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Culture news, 28.04.2006 13:12

The Decalogue. The Ten Commandments.Exhibition of one book

old_testament 25 April 2006 - 28 May 2006

The exhibition in the Church Anteroom of the Winter Palace (Room 270) was prepared by the museum jointly with the Rare Book of St Petersburg Publishing House. Every book issued by the publishing house of Peter Suspitsyn is an experiment to one extent or another. The Decalogue, which is the result of many years of work, is no exception. Most likely this is the first separate publication of one of the most famous fragments of the Old Testament (Exodus. 20:2-17).

According to the Bible story, on Mt Sinai (Horiv) on the 50th day after the exodus of the Hebrews from Egypt the Lord delivered His law in the Ten Commandments to the Israelite nation headed by Moses. The first four commandments bear the character of religious laws, while the rest reflect universal ethical norms. At various times and in various confessional traditions the numbering of the commandments do not coincide. Originally the commandments were written on two stone tablets and placed in the ark of the Testament.

In the book, just as in the original Hebrew text, the Decalogue is given without division into separate sections.

The artist Mikhail Kopylkov has presented tablets consisting of ten sheepskin parchment sheets (corresponding to the number of commandments). In the center of the face side of each page there is a plate of bone porcelain in the shape of matzo on which a commandment written in ancient Hebrew has been set using the technique of overglaze decal (highly resistant image using special paints on a basis of metal salts that is then fired).

The original texts are accompanied by translations into seven languages: Greek, Latin, Russian, English, German, French and Spanish. The translations are printed on paper made by hand on an old press dating from the 19th century.

The book’s binding is decorated with a bronze relief depicting tablets of the Old Testament on the background of a layer of matzo.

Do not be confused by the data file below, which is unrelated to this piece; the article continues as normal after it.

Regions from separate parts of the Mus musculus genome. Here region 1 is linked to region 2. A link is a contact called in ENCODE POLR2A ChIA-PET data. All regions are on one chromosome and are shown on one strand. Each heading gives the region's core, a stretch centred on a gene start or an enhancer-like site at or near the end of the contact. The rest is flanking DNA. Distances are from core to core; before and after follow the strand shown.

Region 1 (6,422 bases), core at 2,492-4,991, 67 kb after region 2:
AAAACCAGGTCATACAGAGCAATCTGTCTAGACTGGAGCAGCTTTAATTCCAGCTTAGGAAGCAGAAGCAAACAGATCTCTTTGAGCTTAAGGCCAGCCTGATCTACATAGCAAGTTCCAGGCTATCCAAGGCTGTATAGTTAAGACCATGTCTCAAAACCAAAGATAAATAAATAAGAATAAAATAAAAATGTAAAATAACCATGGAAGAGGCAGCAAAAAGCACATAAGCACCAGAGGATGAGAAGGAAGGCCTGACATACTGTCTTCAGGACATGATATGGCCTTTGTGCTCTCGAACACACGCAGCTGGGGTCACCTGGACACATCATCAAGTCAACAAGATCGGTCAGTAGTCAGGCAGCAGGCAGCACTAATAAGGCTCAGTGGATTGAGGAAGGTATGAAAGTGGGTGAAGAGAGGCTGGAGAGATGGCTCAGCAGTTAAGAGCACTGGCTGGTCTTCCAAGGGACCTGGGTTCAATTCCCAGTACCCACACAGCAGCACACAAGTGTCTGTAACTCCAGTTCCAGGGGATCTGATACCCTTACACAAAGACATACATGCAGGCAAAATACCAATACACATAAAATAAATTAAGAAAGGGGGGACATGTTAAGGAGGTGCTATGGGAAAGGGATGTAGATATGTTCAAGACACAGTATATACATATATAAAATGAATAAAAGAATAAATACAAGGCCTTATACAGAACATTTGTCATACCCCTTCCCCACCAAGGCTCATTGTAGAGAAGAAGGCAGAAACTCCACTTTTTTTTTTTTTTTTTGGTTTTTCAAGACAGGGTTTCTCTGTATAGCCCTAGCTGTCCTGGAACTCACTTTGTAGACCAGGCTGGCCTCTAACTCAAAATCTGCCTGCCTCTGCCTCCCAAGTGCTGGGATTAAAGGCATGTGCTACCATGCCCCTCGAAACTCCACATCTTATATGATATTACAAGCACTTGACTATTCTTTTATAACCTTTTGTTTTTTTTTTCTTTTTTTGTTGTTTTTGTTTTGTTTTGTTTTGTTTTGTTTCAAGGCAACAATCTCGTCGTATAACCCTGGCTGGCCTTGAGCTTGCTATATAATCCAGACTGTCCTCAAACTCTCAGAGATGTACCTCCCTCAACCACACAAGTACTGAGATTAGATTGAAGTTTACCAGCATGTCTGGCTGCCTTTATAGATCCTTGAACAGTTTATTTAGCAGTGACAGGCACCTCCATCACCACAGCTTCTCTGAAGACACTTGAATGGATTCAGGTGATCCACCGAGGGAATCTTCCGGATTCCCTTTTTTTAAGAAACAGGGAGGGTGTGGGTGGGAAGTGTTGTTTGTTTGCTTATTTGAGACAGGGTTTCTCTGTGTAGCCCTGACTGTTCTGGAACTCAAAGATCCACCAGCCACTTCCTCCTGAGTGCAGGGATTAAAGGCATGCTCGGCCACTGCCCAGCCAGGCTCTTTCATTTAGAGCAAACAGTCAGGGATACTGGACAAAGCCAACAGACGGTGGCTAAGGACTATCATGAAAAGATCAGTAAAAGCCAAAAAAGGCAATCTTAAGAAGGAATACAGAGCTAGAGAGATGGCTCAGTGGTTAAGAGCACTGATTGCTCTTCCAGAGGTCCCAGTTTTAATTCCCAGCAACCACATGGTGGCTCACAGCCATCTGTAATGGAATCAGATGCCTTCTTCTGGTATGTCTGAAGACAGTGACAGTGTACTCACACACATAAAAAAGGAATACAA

The case for the book, made of elm wood imitates the Ark of the Testament in which, according to Biblical tradition, the tablets with the Ten Commandments were placed.

The authors of the project directed their efforts at making the entire design of the publication, its color, and the texture of materials used recreate the historical coloring and spirit of Genesis - the time when the Ten Commandments first appeared to mankind.

Copy N 1 is intended as a gift to the State Hermitage.

An exhibition catalogue entitled The Decalogue. The Ten Commandments has been prepared by the State Hermitage and the Rare Book of St Petersburg Publishing House. Introductory remarks to the catalogue were written by Director of the State Hermitage Mikhail Piotrovsky. The authors of the articles are the Director of the Center of Biblical Studies and Judaica within the Philosophy Department of the St Petersburg State University I.R. Tantlevsky; Research Staff member of the St Petersburg Branch of the Institute of Oriental Studies, Russian Academy of Sciences, S.M. Yakerson; and man of letters G.I. Kapelian.

The Rare Book of St Petersburg Publishing House was founded in 1991. Its goal has been the rebirth of an art that disappeared in Russia: handmade books for bibliophiles, books which are created as works of art. The press run of their publications goes from one copy on upwards to as many as 25. Books from this publishing house are to be found in the collections of the State Hermitage, in the Cabinet of Engravings in Berlin, in the British Museum and the Victoria & Albert Museum in London, as well as in the Peterhof State Museum-Preserve, in the Russian National Library, the Bavarian National Library in Munich, and the Public Library in New York.

The Decalogue. The Ten Commandments

Larger view

The case for the book, made of elm wood imitates the Ark of the Testament

Larger view

The Plate of bone porcelain in the shape of matzo

Larger view

The original texts are accompanied by translations into seven languages, which are printed on paper made by hand on an old press dating from the 19th century

Larger view

News source: hermitagemuseum.org

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